Content Evaluation: What you say, and how you say it

Let’s explore some of the things the CASPer test raters are looking for in reviewing your answers, so you know how to prepare for CASPer effectively. In each response to the prompt, evaluators are trained to score based on the following:

  • How many of the key ideas in the prompt you have identified
  • Whether you have isolated the pressing issue(s) and addressed them maturely and professionally
  • Whether you are objective, non-judgmental, professional, mindful, compassionate, and diplomatic, and whether you’ve questioned potential false assumptions and applied critical thinking skills in exploring the scenario
  • Your ability to avoid a biased, one-sided response and to consider multiple perspectives
  • Whether you consistently uphold moral and ethical values even under pressure
  • Your ability to provide clear, concise answers, demonstrating effective communication skills
  • Whether your response feels scripted and insincere or whether it is authentic and genuine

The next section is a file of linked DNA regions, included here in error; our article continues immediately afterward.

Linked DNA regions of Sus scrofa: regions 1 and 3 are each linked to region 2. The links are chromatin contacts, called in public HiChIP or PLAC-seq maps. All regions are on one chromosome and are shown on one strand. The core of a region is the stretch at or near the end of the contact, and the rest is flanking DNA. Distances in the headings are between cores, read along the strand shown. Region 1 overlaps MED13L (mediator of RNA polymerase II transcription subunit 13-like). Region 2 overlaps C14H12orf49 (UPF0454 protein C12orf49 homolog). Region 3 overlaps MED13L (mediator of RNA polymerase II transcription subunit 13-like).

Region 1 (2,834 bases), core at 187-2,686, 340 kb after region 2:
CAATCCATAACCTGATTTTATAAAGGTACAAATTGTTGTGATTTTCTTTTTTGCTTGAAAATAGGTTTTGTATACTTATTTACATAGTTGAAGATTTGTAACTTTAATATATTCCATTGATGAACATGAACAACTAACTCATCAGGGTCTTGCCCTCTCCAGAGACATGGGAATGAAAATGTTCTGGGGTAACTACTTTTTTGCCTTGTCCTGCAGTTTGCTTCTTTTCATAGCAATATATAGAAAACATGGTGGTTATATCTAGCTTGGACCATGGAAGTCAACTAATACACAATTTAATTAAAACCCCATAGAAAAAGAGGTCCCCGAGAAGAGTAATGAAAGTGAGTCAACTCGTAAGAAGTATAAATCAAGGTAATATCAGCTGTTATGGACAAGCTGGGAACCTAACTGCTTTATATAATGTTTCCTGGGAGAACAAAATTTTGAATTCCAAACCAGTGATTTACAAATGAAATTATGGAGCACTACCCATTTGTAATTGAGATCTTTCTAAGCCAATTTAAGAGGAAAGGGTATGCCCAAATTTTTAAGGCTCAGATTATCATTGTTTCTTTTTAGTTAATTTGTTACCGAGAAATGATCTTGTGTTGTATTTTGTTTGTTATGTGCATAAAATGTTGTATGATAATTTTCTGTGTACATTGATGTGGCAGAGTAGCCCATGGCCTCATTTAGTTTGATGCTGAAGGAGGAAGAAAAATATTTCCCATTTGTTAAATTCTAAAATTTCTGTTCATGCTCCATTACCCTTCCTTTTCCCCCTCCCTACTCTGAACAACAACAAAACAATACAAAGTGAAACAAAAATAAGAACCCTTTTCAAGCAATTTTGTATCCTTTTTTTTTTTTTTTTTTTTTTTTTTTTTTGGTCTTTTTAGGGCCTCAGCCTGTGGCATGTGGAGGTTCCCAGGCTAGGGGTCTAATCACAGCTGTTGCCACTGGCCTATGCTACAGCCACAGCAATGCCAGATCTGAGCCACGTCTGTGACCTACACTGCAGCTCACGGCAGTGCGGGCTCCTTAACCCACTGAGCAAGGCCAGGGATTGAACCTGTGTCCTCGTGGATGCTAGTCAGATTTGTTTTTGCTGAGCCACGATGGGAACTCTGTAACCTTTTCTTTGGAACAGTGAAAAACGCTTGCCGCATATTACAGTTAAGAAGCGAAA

• Whether you pursue positive resolution to conflict, or whether you back away from conflict or act as a bystander (rather than an “upstander” – one who defends the rights of others and acts in the interest of vulnerable parties)

“Wait… I have to do all of that in only minutes?!”

Now, in my experience, it is at this point that many students become nervous. You’ve seen how the CASPer test is scored, you’ve seen a significant list of things to consider as you assemble your response, and you now know that you have to do all of these things for each question. You have a mere 5 minutes to type or 1 minute to video record your answers at each station! How on earth are you supposed to put together such robust answers to three open-ended questions with that level of nuance in just a few minutes?